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Eighty-five years after Clyde Tombaugh, 22, discovered Pluto, Ralph—New Horizon’s minuscule but power-packed multi-spectral camera suite—is providing a treasure trove of data about the King of the Kuiper Belt. Launched in January 2006, Ralph, named after Jackie Gleason’s character on the Honeymooners, was designed, built and tested in 22 months. That’s a record-breaking speed when you consider that Alan Stern and the Southwest Research Institute’s (SRI) engineering team spent the better part of a decade developing a disposable camera that could survive solar radiation and temperature fluctuations in space.

A Ship in a Bottle


Courtesy of Maya Rodriguez, KUSA.

So how did the SRI’s team build a camera that’s rewriting the book on Pluto? They used a technique called “cold optics.” Because dissimilar materials shrink at varying rates when the temperature dips, the SRI team constructed Ralph’s mirrors and chassis out of the same lightweight material (diamond cut aluminum) assuring that the instrument’s focal length would stay the same during its almost 5 billion mile journey.

Ralph’s “eye prescription” is a nonadjustable, 75mm glass lens at f/8.7. This made him extremely sensitive to sunlight and reflective light— even just a glimpse from the moon or Earth could destroy his light detector. As a result, the SRI team “blindfolded” Ralph during the launch. They programmed his aperture to open only after it passed Mars. However, Pluto’s light is about 1,000 times dimmer than Earth’s. Furthermore, its dark side is only lit by Charon’s reflection of the sun. The SRI team tackled these issues by building Ralph to be a remote sensing powerhouse that can capture 250 meters per pixel.

They also equipped the camera with three panchromatic (black-and-white) and four polychromatic (color) imagers, which have telescopic resolution almost a dozen times better than the human eye. To top it off, Ralph runs on approximately 7 watts (the amount of energy used to power an incandescent nightlight) and weighs 23 pounds. He’s basically a ship in a bottle!

To Pluto and Beyond


Courtesy of the National Aeronautics and Space Administration, USA.

Nearly 2 years after its launch, Ralph passed Jupiter using its gravity for a Nascar-like speed boost that shaved three years off its travel time. It also snapped dozen of pictures: the aftermath of a volcanic eruption on Jupiter’s moon lo, dust and boulders swirling through Jupiter’s rings and a photo of Jupiter’s “Little Red Spot,” an infant storm that’s slowly changing colors.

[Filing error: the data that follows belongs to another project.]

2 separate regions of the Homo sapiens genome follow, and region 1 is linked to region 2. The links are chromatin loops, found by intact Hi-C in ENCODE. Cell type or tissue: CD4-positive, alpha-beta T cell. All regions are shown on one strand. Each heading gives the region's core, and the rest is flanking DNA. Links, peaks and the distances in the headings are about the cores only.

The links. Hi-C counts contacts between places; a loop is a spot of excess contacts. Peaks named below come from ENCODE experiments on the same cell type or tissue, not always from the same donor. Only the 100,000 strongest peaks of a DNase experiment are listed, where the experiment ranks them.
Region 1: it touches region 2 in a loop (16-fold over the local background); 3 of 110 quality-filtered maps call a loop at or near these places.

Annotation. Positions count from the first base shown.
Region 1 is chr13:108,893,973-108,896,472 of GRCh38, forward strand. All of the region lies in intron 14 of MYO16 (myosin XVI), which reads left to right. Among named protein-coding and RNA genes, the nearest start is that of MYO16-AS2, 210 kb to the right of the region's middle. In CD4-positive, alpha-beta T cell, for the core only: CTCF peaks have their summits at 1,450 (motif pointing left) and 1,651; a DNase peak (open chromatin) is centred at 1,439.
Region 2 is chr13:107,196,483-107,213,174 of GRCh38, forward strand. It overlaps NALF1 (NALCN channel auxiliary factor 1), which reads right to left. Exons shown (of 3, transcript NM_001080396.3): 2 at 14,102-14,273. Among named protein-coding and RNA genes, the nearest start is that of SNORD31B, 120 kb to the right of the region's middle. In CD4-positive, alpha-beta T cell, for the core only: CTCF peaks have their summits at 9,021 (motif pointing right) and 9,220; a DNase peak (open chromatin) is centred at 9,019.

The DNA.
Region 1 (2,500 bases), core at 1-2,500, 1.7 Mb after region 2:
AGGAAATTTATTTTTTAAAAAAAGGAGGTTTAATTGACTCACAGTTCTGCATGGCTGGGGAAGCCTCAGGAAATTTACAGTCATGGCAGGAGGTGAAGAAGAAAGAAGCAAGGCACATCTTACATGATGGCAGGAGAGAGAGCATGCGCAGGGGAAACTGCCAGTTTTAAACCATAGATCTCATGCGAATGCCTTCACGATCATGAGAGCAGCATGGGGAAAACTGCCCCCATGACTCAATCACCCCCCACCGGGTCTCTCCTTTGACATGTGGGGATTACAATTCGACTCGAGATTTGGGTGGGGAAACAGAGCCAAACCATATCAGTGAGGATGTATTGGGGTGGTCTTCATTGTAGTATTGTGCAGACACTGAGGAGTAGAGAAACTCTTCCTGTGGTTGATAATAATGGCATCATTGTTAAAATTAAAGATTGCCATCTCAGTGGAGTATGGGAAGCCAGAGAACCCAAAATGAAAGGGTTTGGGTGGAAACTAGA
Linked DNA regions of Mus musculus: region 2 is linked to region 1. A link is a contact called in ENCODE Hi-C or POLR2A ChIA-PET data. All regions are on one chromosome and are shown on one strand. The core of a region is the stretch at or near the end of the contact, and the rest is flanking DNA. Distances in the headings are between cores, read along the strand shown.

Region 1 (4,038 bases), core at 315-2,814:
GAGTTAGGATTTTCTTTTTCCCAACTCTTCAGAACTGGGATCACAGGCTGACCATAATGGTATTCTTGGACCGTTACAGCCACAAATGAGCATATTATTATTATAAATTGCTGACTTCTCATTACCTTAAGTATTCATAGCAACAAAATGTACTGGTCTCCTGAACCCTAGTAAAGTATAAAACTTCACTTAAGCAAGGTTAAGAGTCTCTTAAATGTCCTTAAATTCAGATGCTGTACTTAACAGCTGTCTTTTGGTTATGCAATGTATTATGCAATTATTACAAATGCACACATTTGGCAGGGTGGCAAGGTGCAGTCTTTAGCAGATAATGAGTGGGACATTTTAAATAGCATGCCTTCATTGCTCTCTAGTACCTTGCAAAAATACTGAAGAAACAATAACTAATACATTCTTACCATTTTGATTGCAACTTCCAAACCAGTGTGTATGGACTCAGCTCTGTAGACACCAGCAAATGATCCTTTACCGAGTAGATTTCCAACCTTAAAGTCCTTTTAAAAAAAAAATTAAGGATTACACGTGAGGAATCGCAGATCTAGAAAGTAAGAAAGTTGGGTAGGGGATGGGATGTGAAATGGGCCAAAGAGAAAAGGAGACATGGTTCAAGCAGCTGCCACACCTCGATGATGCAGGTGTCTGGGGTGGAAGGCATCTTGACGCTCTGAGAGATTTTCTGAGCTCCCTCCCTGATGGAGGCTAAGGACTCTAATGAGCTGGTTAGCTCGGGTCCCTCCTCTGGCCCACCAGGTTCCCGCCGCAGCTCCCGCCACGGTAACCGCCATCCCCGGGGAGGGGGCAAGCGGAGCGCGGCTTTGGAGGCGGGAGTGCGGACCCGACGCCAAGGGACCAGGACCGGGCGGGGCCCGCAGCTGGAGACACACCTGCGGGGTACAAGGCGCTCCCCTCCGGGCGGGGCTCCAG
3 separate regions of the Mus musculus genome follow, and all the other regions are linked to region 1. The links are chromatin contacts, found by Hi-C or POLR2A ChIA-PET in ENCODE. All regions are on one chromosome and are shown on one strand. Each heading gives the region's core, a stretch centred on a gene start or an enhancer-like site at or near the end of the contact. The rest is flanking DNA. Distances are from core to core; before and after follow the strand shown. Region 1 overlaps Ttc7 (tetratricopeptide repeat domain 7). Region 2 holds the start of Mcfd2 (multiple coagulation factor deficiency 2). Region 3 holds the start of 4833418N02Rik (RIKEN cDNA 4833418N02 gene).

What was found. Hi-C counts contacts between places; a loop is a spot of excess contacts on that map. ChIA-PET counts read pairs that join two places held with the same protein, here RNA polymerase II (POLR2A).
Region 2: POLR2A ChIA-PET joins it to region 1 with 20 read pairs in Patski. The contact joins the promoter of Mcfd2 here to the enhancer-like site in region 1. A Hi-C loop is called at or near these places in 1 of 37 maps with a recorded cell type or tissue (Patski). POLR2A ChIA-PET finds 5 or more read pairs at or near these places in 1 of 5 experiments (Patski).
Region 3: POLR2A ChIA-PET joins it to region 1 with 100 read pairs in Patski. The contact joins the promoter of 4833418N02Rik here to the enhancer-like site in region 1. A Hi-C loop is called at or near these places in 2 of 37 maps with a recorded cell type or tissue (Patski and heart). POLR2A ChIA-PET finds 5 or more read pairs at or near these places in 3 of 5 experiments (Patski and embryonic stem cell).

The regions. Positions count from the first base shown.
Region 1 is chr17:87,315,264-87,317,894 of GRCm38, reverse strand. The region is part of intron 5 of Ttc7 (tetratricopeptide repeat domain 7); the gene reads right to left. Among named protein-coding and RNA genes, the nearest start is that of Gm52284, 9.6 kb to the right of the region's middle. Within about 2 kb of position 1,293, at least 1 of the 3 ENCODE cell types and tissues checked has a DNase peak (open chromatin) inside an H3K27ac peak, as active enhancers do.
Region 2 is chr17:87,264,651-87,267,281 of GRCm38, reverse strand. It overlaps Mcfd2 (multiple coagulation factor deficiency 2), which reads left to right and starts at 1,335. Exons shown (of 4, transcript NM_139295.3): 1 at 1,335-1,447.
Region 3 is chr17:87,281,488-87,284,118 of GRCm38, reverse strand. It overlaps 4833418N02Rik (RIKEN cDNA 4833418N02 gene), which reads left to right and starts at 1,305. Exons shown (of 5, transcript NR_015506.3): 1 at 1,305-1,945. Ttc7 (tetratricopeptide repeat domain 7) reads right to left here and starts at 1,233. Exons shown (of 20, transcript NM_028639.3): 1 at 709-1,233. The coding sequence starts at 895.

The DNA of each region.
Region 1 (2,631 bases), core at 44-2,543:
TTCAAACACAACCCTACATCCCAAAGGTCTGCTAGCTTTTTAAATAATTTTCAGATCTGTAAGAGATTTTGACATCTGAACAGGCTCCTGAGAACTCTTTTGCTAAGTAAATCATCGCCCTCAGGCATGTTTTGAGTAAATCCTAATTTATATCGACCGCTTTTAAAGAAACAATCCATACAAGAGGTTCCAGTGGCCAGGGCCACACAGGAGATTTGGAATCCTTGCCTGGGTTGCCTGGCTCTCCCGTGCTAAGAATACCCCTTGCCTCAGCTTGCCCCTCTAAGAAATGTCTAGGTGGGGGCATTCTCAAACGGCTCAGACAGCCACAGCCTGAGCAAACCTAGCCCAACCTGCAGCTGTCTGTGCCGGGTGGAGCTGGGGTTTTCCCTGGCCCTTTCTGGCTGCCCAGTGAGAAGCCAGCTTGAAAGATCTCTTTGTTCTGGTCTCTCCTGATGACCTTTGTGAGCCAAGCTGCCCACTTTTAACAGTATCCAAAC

On July 14, 2015, New Horizon finally made its Pluto flyby. Ralph collected over 50 gigabytes of data about Pluto and Charon, but galactic Internet speed is slow. The New Horizons probe only transmits 1-4 kilobytes of data per second. While that information travels at the speed of light, it still takes 5 hours to travel from the outskirts of our solar system to the NASA’s main frame. NASA has only collected 5 percent of Ralph’s data. Even so, Ralph has changed the way we view Pluto, the misfit of the Milky Way, and its satellites.

The surface of Pluto’s largest moon, Charon, hasn’t been battered by meteors. This means that Charon is a young planet. Could this mean that the other outer planets are younger than we originally thought? Ralph’s pictures show that Mordor, Charon’s North Pole, is dark and polygon-shaped. To its south, there are cliffs, troughs and canyons that are 3 to 6 miles deep. The area is then followed by a smooth surface. Scientists tout that there’s been recent resurfacing in that area. In short, Charon is still active.

Pluto also hasn’t been assaulted by meteors, which is odd considering it’s constantly being bombarded by objects inside of the Kuiper Belt. Its surface is covered with a layer of haze made out of methane, nitrogen and other volatile ices. 100 million-year-old mountains that are 2,174 miles high and geologically active dot the terrain. Scientists speculate that they’re formed from a combination of water and ice. It’s also likely that the cores of Charon and Pluto are radioactive.

Unfortunately, we’ll have to wait until July 2016 for Pluto’s and Charon’s data to flow in. Ralph, however, is drifting towards the Kuiper Belt to snap pictures of other dwarf planets like Makemake and Eris. Ralph’s mission is set to infinity and beyond.

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